"Uniting people who on the surface may seem to have little in common" - Drum! Mag. Such is the case with Los Angeles based drummer/percussionist, Nicole Grant, better known to friends and fans alike as, Nikki G. With her versatile musical background, performing in everything from symphonies to punk bands, she has built and manages to maintain a musical and spiritual bond beyond measure. With her unique abilities, not only as a drummer, but as a multi-instrumentalist, performer, producer, and composer it's no wonder this independent musician’s versatile side of life has opened ears and eyes everywhere.
Top-performing credits: Street Drum Corps, Lindsey Haun, Katy Perry and Thirty Seconds To Mars. Top composing credits: Starz, Twitter, Hotels.com, Facebook and Rocket Mortgage.
When did the journey start for you?
I was born into a musical family, in fact we are celebrating 100 YEARS of musicians throughout our family line so the journey arguably started since the day I was born (…which my parents had to leave a musical they were performing in when my mom went into labor, soon to return the next day as I slept a day old in the orchestra pit). Officially my personal musical journey began when I was four years old, I started on the piano with my mom who’s a classical pianist and from there, ironically, it was my mom who chose what would become my life’s passion, DRUMS.
Who are some composers/artists you pull inspiration from?
I’ve always been all over the musical map, if you look at my resume I’ve been fortunate to be involved in many different groups from orchestras, punk rock, funk and street drumming ensembles. So when I’m composing I have the same eclectic approach and can find inspiration from John Phillip Sousa, John Williams, George Clinton, to Rancid.
What's the strangest method you've used to get the perfect sound?
The world is literally my musical playground and a lot of things I use in tracks are “incognito" everyday items. One time in the studio I really wanted to get a big bass drum sound from a big plastic trash can but just striking it with a mallet wasn’t enough, so I taped it to two chairs leaving the opening in between the chairs while balancing on a stool, hovering over several microphones and with my “tiny but mighty” striking power I finally got the BIG BOOM!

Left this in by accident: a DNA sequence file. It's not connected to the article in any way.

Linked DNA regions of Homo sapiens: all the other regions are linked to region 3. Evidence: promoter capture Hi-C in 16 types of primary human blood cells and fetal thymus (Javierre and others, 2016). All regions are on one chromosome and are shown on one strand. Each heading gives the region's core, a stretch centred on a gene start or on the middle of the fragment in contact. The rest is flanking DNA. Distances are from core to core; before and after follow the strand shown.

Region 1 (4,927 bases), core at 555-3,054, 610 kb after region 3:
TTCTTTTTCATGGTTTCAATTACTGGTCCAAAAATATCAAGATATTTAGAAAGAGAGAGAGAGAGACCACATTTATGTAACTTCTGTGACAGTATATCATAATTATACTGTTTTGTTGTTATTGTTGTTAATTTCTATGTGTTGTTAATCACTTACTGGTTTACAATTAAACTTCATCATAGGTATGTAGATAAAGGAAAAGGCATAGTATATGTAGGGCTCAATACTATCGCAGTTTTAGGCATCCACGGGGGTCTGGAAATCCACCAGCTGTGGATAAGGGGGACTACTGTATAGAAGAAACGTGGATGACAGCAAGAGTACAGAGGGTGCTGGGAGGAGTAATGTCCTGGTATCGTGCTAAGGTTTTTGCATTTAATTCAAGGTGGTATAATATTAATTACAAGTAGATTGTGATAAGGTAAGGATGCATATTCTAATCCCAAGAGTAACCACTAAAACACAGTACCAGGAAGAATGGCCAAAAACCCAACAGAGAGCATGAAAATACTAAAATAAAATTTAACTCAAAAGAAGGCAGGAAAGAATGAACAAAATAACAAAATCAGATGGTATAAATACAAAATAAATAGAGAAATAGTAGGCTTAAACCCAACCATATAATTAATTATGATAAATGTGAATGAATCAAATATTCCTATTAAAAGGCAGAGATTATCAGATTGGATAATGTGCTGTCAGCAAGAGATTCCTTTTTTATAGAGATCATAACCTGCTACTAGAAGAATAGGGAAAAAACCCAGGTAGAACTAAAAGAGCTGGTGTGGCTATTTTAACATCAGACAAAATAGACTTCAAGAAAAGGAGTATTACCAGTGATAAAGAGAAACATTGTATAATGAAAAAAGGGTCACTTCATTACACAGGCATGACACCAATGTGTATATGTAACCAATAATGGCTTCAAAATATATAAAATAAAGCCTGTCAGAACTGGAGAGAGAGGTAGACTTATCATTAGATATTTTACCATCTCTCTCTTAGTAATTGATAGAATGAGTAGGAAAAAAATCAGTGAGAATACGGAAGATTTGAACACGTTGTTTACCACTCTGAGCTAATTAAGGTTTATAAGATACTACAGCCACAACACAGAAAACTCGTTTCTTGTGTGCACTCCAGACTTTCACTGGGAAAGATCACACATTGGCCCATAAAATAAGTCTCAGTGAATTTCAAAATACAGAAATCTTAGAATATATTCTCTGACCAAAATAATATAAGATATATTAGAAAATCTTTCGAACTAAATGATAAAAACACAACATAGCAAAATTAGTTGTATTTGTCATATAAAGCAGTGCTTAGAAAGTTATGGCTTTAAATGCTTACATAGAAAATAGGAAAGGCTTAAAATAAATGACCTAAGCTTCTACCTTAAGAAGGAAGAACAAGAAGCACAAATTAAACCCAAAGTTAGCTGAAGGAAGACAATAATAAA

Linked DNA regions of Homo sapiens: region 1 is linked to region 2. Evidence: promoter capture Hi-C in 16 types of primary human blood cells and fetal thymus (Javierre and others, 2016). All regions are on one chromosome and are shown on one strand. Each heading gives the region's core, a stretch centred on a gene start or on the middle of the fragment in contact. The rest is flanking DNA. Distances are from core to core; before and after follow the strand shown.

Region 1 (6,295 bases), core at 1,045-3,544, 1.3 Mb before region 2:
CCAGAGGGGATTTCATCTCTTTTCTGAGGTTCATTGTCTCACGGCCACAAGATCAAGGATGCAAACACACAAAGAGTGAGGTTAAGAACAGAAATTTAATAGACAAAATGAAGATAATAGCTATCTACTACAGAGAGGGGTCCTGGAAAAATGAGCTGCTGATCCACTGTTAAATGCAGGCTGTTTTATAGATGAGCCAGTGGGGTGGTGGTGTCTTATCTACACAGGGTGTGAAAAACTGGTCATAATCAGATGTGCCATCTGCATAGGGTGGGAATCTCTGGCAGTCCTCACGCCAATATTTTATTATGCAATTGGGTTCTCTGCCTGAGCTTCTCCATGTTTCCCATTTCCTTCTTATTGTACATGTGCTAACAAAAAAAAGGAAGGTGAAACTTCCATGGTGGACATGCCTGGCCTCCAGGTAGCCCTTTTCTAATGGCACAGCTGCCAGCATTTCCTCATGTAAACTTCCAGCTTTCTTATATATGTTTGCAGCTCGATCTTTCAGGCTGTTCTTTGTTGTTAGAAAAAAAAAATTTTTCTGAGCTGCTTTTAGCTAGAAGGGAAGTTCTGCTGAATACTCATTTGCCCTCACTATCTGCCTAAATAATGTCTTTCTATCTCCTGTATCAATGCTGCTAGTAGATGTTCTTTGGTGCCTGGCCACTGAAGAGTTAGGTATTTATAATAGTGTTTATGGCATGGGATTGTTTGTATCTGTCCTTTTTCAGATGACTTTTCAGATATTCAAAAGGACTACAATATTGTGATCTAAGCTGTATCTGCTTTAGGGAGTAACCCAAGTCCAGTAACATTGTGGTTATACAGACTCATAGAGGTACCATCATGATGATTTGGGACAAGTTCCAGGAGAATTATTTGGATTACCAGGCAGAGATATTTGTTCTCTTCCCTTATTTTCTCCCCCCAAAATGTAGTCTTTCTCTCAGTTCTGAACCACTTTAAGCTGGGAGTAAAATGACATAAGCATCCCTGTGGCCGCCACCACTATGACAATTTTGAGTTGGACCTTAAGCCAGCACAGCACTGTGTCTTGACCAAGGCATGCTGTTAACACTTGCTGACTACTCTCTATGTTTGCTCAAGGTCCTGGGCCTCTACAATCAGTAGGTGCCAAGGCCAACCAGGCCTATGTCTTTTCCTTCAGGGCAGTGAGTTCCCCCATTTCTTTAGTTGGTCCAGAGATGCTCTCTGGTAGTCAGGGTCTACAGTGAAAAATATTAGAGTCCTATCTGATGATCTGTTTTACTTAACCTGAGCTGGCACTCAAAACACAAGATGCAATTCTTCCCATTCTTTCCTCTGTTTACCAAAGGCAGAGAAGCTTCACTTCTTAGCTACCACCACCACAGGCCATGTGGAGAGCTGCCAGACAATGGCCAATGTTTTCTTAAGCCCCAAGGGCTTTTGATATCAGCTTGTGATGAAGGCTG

What's your favorite piece of gear in your studio?
Straight outta the 1990s, it’s my good ol’ Casio MK-1630 keyboard. It’s been with me since I was a teenager and has been the very foundation that’s gotten me some of my biggest gigs. We go way back and it goes to show you that you don’t always need the fanciest equipment or the latest and greatest to make impactful music.
What's your favorite score of all time?
It seems a bit cliche, but the first score I felt intensified the importance of music supporting an impactful story was Star Wars. I come from a very small town and we didn’t have much access to the outside world, but when my dad showed me Star Wars my mind was blown. I just wanted to listen to the music over and over and over…
Flash forward, getting the opportunity to see the one and only John Williams conduct the LA Phil at the Hollywood Bowl brought instant happy tears. It wasn’t just to see one of the greats in action but to see the essence of what music can do, unite all walks of life. It’s a timeless score that has brought more people together than we may realize and it’s one score I’ll always cherish.
What's the oddest job you've ever had?
I was a member of a street drumming group for the better part of a decade that toured throughout the US and Canada but also had a residency at Knott’s Scary Farm. We performed on everything from trash cans, barrels, pipes, auto parts, and had the occasional power tool. Never did I ever think that street drumming would become such a huge chapter of my life, but still to this day I am grateful for the experience and definitely have a lot of interesting stories…
What is the best advice you’ve been given?
“The show must go on…” figuratively and literally. Growing up in a musician-filled household and becoming a professional at a very young age, this lesson was constantly taught and shown to me on a daily basis. It’s something that when you are a performer, you give your all while deeply respecting and holding great responsibility behind the privilege of being able to express one's passion through music (…the show must go on can also be in a literal sense of the one time I accidentally cut my arm open with a metal grinder during a show but continued to finish the show to eventually bow, exit, and be rushed to the hospital. Not recommended, DO NOT try that anywhere.)
The biggest lesson of all inside the saying “The show must go on…” is perseverance. Perseverance is key to the greatness life has to offer, it may not always be an easy ride or go as we planned but if you stay steady on the course towards betterment you’ll reach the unimaginable or as my family always says “Vita Brevis Ars Longa” life is short, but art lives long so make every note count.